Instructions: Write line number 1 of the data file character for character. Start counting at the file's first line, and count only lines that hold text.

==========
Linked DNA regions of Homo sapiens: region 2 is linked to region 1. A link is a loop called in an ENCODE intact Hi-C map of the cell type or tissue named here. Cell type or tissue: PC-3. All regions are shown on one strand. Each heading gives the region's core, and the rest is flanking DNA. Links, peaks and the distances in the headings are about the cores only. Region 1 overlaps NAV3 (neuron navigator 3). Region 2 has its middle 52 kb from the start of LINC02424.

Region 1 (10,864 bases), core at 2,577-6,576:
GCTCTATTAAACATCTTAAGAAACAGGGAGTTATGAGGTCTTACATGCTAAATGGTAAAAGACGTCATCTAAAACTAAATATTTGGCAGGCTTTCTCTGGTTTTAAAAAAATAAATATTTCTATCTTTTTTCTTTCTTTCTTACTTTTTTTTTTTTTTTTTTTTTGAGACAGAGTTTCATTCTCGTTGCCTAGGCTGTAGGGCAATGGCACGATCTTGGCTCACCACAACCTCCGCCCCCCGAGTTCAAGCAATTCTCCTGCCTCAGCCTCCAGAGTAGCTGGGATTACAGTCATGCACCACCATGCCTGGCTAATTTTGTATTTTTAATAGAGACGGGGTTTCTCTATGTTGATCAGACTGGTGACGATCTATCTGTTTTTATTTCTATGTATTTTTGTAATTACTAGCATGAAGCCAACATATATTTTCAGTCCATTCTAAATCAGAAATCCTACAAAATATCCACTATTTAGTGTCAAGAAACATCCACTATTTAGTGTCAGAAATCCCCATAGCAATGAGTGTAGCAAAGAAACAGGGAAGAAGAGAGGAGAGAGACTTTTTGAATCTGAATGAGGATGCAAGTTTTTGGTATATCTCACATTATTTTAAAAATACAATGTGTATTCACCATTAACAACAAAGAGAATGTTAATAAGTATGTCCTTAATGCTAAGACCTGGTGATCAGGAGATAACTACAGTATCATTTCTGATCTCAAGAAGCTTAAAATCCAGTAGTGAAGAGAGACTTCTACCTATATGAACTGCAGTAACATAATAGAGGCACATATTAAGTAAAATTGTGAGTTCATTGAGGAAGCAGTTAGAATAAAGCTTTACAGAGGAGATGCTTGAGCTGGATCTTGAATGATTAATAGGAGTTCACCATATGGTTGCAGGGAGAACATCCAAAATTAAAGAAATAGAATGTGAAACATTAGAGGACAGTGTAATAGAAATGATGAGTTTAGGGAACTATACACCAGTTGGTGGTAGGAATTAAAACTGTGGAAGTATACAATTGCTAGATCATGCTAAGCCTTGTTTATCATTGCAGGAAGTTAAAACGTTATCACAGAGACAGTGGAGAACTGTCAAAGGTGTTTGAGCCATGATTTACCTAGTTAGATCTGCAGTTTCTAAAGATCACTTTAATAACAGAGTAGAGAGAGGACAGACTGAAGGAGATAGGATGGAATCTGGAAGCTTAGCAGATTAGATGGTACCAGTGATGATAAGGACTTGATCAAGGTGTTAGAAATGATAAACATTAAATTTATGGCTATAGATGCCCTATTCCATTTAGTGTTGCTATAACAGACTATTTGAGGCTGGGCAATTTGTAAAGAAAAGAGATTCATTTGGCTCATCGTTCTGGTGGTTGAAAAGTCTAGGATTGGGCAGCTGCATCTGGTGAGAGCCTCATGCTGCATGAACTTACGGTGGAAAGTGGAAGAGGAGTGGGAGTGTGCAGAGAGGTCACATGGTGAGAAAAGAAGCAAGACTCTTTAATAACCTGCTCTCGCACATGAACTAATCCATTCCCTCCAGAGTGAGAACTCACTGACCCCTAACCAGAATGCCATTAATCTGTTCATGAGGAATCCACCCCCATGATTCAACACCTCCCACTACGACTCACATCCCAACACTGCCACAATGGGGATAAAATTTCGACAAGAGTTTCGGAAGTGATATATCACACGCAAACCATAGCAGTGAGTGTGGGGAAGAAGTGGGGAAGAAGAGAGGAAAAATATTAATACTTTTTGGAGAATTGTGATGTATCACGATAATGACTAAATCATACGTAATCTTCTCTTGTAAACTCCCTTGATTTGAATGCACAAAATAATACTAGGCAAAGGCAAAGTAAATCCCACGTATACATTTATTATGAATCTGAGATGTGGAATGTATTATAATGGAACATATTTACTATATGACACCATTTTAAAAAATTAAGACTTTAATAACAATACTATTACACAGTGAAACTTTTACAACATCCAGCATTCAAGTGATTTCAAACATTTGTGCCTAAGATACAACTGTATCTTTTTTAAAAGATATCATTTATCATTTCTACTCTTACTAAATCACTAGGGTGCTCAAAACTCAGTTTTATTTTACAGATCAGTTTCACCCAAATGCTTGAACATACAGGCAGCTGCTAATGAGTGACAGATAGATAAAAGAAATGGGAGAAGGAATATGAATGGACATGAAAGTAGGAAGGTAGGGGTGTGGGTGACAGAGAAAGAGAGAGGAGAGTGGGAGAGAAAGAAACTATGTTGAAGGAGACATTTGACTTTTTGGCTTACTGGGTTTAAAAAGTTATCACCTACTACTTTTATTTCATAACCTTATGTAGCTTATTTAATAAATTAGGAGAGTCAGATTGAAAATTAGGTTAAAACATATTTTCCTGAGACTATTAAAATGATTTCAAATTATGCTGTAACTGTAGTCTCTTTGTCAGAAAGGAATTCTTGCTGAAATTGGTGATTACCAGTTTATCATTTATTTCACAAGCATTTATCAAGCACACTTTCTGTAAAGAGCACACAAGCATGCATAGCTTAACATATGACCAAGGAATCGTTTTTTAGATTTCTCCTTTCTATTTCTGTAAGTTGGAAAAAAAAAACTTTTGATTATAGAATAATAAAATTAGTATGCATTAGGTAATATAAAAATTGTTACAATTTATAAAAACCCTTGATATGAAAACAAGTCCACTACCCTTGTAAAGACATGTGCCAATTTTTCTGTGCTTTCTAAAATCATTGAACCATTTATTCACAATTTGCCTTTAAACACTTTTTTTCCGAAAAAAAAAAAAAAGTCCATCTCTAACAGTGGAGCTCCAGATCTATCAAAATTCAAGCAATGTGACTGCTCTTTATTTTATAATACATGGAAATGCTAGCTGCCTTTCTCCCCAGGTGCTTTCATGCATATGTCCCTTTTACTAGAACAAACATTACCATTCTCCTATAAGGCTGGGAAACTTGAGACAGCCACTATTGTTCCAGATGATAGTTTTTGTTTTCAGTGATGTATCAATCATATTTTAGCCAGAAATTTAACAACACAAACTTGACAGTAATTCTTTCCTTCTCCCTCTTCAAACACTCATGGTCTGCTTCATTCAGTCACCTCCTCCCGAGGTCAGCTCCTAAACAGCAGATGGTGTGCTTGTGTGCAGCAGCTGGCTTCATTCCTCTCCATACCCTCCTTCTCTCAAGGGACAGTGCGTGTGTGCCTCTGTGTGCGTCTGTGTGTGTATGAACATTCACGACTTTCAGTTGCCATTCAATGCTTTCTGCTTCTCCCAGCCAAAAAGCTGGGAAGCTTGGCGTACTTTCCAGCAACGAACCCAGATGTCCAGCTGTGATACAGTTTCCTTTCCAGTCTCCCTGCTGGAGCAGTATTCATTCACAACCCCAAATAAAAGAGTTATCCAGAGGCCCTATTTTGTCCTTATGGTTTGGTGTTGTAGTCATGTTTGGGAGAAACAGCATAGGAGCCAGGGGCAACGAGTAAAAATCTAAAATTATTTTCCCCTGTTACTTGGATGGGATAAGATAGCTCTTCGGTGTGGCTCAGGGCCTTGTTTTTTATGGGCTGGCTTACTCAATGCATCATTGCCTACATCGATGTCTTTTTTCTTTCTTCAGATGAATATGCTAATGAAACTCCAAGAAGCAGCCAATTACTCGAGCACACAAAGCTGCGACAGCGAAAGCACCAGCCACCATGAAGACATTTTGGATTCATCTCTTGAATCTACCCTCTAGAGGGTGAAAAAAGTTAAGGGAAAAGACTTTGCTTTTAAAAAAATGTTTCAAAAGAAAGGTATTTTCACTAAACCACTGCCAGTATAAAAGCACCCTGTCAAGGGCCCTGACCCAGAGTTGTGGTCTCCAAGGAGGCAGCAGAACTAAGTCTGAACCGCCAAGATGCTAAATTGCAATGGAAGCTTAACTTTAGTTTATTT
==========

Linked DNA regions of Homo sapiens: region 2 is linked to region 1. A link is a loop called in an ENCODE intact Hi-C map of the cell type or tissue named here. Cell type or tissue: PC-3. All regions are shown on one strand. Each heading gives the region's core, and the rest is flanking DNA. Links, peaks and the distances in the headings are about the cores only. Region 1 overlaps NAV3 (neuron navigator 3). Region 2 has its middle 52 kb from the start of LINC02424.